President Obama to Host Last Tribal Nations Conference with Leaders Pushing for “Meaningful” Tribal Consultation

President Barack Obama

President Obama at previous White House Tribal Conference – Native News Online photo

Published September 26, 2016

WASHINGTON— When President Barack Obama reaches the podium at his final White House Tribal Nations Conference Monday afternoon, tribal leaders who acknowledge the Obama administration has brought positive change to Indian Country will be actively listening to hear what the president has to say about tribal consultation.

The president is expected to address leaders from 567 federally recognized tribes in Indian Country on Monday afternoon at 3:40 p.m.-EDT.

Tribal consultation is an important process to tribes across Indian Country. Adding the word “meaningful” tribal consultation can leave much open to interpretation. What is a meaningful tribal consultation? Sending a staffer from a federal agency who has no comprehension of what happens in Indian Country out to take notes on a laptop is not meaningful tribal consultation.

Three years ago during a tribal consultation in Rapid City, South Dakota,  Great Plains tribal leaders walked out because they felt there were no decision makers in the room.They tribal leaders called the state department employees “low level clerks.”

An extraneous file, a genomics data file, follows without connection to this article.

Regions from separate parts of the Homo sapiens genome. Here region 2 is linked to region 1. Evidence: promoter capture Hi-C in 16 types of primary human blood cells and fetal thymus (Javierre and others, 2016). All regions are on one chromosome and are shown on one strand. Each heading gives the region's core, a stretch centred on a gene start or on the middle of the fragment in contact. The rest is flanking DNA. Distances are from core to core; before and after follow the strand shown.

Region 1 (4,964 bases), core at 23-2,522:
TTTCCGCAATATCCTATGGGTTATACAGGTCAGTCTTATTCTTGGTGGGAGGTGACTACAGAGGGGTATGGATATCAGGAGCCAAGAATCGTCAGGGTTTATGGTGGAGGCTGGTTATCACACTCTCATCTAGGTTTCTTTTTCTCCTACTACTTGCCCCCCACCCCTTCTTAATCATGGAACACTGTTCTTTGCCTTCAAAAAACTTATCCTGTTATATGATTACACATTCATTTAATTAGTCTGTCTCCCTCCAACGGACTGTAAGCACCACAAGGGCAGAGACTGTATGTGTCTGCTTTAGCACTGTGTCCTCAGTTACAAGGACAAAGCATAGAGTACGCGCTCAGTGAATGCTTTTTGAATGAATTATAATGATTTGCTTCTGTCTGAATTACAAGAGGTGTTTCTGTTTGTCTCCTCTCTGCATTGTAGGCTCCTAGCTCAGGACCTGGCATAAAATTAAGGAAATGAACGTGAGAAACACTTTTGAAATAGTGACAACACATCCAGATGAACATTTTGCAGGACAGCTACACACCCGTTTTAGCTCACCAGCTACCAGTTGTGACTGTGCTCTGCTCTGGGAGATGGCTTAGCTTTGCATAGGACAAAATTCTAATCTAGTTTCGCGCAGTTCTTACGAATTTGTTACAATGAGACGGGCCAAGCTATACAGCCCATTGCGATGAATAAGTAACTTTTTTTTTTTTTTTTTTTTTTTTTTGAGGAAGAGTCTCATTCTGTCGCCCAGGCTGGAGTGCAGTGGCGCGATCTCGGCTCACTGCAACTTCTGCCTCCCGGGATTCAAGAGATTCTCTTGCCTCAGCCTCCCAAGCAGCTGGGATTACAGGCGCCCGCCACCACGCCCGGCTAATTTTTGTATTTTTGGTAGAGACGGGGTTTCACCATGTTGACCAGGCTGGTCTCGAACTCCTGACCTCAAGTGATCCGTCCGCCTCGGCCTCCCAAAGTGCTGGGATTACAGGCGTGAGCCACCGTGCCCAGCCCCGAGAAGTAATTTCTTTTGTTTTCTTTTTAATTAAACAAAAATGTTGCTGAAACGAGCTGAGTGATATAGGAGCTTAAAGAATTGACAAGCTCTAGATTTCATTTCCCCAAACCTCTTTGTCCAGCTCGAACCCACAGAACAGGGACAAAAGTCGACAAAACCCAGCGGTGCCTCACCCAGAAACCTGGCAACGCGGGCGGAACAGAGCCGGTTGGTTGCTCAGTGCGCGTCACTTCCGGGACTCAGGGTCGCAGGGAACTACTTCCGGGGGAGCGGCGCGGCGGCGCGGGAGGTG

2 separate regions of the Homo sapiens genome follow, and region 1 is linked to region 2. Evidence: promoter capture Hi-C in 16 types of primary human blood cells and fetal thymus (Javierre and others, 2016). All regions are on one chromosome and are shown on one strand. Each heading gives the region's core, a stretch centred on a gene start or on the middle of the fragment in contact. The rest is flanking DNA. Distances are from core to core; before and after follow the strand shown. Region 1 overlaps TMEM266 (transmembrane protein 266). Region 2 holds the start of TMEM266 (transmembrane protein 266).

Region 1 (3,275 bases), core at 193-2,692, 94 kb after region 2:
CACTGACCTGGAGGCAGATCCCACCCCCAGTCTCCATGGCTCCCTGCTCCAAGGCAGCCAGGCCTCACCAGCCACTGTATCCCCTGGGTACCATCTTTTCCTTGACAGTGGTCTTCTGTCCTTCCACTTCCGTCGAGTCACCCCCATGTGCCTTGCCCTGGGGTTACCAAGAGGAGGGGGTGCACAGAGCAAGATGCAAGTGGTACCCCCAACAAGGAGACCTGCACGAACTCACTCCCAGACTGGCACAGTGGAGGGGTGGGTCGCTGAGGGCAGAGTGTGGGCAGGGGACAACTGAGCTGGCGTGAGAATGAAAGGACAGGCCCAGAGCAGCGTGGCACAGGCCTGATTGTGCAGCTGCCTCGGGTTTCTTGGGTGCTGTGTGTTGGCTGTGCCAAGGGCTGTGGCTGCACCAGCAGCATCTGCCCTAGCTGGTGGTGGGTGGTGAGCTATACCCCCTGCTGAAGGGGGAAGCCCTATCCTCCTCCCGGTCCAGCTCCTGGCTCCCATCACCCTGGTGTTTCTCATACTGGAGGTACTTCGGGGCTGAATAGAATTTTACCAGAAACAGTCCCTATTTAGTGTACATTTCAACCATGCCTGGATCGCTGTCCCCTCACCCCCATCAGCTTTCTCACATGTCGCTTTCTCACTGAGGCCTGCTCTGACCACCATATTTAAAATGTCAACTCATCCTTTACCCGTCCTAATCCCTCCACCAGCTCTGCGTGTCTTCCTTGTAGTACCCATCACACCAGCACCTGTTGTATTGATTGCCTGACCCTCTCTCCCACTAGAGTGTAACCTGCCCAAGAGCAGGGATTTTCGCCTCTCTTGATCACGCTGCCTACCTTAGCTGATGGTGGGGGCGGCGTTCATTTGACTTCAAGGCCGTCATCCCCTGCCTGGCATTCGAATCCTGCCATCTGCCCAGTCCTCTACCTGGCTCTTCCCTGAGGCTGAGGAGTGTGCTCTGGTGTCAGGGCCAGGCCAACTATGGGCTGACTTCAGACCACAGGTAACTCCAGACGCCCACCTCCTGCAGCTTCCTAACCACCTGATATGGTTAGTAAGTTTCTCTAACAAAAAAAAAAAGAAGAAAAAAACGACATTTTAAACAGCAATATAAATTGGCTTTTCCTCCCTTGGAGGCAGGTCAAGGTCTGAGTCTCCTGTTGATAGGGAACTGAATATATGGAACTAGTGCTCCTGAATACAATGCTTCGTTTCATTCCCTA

Levi Rickert

Levi Rickert

The basis of the lawsuit the Standing Rock Sioux Tribe filed against the U.S. Army Corps of Engineers was the tribe felt that the Corps did not perform a tribal consultation relating to sacred lands near the Dakota Access pipeline.

On Friday, the Obama administration announced its slate for meetings to discuss government-to-government tribal consultations. Given American Indian tribes are sovereign nations, the government-to-government is makes sense and is completely justified.

“Tribal Leaders from across Indian Country have come together in an unprecedented show of support for the Standing Rock Sioux Tribe, in the fight to protect their water and cultural places,” said NCAI President Brian Cladoosby, “So many of our tribal nations have dealt with the same type of issues protecting our natural and cultural resources.”

Tribal leaders will be anxious to hear what the president has to say when he delivers his last speech to them on Monday.



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